hide Matching Documents

The documents where this entity occurs most often are shown below. Click on a document to open it.

Document Max. Freq Min. Freq
Comte de Paris, History of the Civil War in America. Vol. 4. (ed. Henry Coppee , LL.D.) 355 3 Browse Search
Adam Badeau, Military history of Ulysses S. Grant from April 1861 to April 1865. Volume 1 147 23 Browse Search
Southern Historical Society Papers, Volume 7. (ed. Reverend J. William Jones) 137 13 Browse Search
Comte de Paris, History of the Civil War in America. Vol. 2. (ed. Henry Coppee , LL.D.) 135 7 Browse Search
Comte de Paris, History of the Civil War in America. Vol. 3. (ed. Henry Coppee , LL.D.) 129 1 Browse Search
The Annals of the Civil War Written by Leading Participants North and South (ed. Alexander Kelly McClure) 125 13 Browse Search
Robert Lewis Dabney, Life and Commands of Lieutenand- General Thomas J. Jackson 108 38 Browse Search
Ulysses S. Grant, Personal Memoirs of U. S. Grant 85 7 Browse Search
William Swinton, Campaigns of the Army of the Potomac 84 12 Browse Search
Edward Porter Alexander, Military memoirs of a Confederate: a critical narrative 70 0 Browse Search
View all matching documents...

Browsing named entities in The Daily Dispatch: June 3, 1862., [Electronic resource]. You can also browse the collection for Banks or search for Banks in all documents.

Your search returned 8 results in 2 document sections:

Where lies the responsibility for the late disastrous repulse of the remnant of the army of General Banks from the great Valley of Virginia. The newspapers of the indignant North, to a considerablehis master, and we will doubtless soon reach the true so of the mystery of this restless of General Banks from the Shenandoah Valley. The Secretary of War, we all know, is a lawyer and not a solbecomes apprehensive of danger and calls for other troops. They are supplied from the army of Gen. Banks, who has thus been pounced upon, cut up, despoiled, and driven out by those watchful rebel guerrillas, Generals Johnson and Ewell. But why was not Gen. Banks reinforced from some other quarter? We answer, that it was because Mr. Senator Wilson, the head of the Military Committee of the Sg crusade against Southern slavery. This is our solution of this unfortunate repulse of General Banks. We trace it to the enmity of Senators Wilson, Trumbull, Sumner and others of that clique i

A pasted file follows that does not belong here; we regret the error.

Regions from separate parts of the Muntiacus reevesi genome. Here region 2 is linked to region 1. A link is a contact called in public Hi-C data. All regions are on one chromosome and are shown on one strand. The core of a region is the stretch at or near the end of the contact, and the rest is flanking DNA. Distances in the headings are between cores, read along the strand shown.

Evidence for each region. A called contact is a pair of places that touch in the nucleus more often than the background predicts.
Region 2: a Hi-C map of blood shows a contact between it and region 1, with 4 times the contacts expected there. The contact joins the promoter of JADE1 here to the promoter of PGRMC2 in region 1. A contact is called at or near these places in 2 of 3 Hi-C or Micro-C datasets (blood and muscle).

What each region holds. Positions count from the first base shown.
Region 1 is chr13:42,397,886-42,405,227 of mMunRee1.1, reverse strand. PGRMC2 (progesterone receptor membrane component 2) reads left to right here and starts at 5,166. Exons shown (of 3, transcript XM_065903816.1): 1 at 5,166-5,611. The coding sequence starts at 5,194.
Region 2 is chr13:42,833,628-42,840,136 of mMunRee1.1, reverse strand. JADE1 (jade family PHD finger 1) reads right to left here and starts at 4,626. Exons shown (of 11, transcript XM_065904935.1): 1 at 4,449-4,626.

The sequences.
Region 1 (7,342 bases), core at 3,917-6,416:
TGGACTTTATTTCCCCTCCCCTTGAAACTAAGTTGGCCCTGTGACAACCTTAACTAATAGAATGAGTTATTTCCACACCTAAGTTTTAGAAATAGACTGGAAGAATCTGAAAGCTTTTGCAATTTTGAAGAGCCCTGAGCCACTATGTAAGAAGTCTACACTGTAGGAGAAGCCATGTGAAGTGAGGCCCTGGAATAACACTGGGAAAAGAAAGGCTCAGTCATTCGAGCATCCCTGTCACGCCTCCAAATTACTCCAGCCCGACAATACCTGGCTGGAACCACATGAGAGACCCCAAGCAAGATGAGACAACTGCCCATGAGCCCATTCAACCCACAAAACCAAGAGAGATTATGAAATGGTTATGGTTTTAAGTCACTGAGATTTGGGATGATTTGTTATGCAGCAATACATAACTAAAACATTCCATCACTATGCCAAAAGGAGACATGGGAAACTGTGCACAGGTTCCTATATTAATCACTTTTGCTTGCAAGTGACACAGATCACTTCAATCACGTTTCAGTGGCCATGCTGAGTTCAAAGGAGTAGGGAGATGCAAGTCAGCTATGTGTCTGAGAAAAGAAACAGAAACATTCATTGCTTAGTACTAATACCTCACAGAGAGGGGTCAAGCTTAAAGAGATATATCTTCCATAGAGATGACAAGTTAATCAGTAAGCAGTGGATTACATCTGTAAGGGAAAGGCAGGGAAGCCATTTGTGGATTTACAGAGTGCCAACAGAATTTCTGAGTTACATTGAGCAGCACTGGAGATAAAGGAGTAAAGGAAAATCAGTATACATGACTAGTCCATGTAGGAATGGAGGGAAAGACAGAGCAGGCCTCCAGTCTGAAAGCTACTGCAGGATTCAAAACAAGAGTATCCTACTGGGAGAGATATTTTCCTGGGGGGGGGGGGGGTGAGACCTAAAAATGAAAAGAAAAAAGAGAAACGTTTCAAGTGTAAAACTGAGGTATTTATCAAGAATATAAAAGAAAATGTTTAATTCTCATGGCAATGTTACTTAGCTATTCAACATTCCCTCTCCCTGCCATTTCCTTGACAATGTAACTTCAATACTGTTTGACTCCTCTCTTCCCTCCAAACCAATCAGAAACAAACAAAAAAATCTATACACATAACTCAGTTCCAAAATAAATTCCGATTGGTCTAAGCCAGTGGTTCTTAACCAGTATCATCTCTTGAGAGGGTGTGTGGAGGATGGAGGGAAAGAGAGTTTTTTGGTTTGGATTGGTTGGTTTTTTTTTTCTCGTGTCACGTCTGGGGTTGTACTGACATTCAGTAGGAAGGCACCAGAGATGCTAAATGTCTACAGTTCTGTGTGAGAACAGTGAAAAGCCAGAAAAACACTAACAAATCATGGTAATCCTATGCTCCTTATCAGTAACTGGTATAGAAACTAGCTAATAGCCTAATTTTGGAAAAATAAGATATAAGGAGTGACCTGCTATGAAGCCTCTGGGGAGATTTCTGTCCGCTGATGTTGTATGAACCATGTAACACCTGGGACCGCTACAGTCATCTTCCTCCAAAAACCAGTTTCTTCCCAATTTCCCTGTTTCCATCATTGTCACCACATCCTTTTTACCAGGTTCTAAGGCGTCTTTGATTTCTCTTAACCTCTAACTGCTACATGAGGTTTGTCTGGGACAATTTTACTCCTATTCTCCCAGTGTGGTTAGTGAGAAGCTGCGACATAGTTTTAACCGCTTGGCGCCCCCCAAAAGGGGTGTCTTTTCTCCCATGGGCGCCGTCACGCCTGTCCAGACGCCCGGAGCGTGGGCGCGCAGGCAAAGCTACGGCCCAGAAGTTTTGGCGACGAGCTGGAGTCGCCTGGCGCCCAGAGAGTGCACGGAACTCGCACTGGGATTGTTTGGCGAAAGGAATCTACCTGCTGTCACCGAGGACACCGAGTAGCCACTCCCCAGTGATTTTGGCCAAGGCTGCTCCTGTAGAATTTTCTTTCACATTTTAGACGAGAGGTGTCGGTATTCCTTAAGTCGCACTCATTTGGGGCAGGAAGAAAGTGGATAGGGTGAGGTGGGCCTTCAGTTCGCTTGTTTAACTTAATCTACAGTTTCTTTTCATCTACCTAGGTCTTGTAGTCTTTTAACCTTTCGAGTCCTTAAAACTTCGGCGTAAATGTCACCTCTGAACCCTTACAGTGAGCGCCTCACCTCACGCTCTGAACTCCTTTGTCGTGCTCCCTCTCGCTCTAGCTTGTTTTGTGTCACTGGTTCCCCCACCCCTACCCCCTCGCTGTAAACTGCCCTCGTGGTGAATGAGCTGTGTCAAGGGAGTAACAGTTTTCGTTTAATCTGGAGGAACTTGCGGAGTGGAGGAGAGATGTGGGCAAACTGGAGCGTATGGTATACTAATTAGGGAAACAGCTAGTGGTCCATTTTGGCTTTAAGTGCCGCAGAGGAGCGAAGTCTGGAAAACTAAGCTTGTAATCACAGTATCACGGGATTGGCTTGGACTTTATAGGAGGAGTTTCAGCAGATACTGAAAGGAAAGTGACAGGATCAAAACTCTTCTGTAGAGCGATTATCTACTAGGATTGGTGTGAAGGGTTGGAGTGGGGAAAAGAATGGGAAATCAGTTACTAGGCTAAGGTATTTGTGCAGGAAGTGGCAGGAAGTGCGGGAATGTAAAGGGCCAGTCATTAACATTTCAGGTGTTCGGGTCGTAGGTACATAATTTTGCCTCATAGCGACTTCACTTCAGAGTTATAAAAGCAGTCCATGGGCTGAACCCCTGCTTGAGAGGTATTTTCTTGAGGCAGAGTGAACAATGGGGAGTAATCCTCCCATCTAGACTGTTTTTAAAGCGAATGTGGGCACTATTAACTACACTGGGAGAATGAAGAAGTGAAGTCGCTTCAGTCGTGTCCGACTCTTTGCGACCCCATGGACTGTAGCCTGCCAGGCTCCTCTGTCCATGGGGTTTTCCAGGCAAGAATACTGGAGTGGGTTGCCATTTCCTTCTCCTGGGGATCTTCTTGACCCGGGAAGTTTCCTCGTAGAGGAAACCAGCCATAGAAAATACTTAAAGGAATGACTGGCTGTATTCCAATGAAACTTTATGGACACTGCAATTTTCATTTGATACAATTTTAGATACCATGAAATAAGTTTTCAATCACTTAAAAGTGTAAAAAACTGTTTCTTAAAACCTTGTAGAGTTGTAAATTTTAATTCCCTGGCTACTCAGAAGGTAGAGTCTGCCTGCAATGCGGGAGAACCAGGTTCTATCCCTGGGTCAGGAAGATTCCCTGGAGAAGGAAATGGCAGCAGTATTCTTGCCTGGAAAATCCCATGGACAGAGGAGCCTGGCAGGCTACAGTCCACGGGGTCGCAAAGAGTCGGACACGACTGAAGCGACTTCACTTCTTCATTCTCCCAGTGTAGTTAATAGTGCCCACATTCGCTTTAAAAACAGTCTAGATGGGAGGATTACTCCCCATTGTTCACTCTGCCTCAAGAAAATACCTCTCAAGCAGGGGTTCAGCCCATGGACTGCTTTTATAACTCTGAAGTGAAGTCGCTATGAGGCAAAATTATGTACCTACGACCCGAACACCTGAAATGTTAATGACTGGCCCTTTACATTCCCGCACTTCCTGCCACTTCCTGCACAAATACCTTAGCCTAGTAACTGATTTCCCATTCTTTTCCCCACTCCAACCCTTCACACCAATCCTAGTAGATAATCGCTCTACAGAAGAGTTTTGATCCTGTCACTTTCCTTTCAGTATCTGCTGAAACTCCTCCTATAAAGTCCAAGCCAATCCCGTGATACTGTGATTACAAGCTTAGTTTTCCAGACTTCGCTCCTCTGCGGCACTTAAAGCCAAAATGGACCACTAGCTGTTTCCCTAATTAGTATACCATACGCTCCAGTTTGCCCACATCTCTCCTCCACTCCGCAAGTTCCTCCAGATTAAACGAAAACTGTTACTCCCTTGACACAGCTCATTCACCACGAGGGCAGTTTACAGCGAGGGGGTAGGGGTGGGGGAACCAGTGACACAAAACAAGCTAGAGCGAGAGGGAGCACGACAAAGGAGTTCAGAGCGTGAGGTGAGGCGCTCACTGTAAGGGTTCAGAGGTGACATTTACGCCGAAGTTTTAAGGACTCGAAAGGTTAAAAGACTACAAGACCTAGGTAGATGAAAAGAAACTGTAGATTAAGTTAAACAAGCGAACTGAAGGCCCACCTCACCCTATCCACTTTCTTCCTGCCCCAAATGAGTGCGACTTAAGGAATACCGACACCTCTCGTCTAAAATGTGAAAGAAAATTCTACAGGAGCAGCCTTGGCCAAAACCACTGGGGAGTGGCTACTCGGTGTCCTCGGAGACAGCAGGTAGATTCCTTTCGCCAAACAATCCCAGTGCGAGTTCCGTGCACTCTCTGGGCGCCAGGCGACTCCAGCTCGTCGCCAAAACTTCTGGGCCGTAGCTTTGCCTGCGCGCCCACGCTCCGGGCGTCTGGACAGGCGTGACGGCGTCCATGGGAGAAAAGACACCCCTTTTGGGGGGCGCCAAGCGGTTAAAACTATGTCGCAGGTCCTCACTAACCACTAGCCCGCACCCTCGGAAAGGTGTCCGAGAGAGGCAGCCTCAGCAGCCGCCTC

re it ought to command. The bill was referred. Mr. Davis, (Union,) of Kentucky, referred to Gen. Hunter's proclamation, and to the sad policy of weakening Gen. Banks so as to leave him to be whipped by the rebels, and said he believed Secretary Staunton took charge of the armies. Mr. Wilson, (rep.,) of West., said the President was entirely responsible for these orders for the arrest of Gen. McDowell's progress towards Richmond, and for the withdrawal of troops General Banks. It was done by the President, and the approval of the Secretary of War and several Generals and military men. The President gave a written order that a certain number of mWashington, which should be agreed on by the commanders of the different army corps. Twenty thousand of McDowell's men were retained, and the men withdrawn from Gen. Banks in anticipation of just such a movements as has just taken place. These movements were directed by the President, and he is entirely responsible. Mr. Trum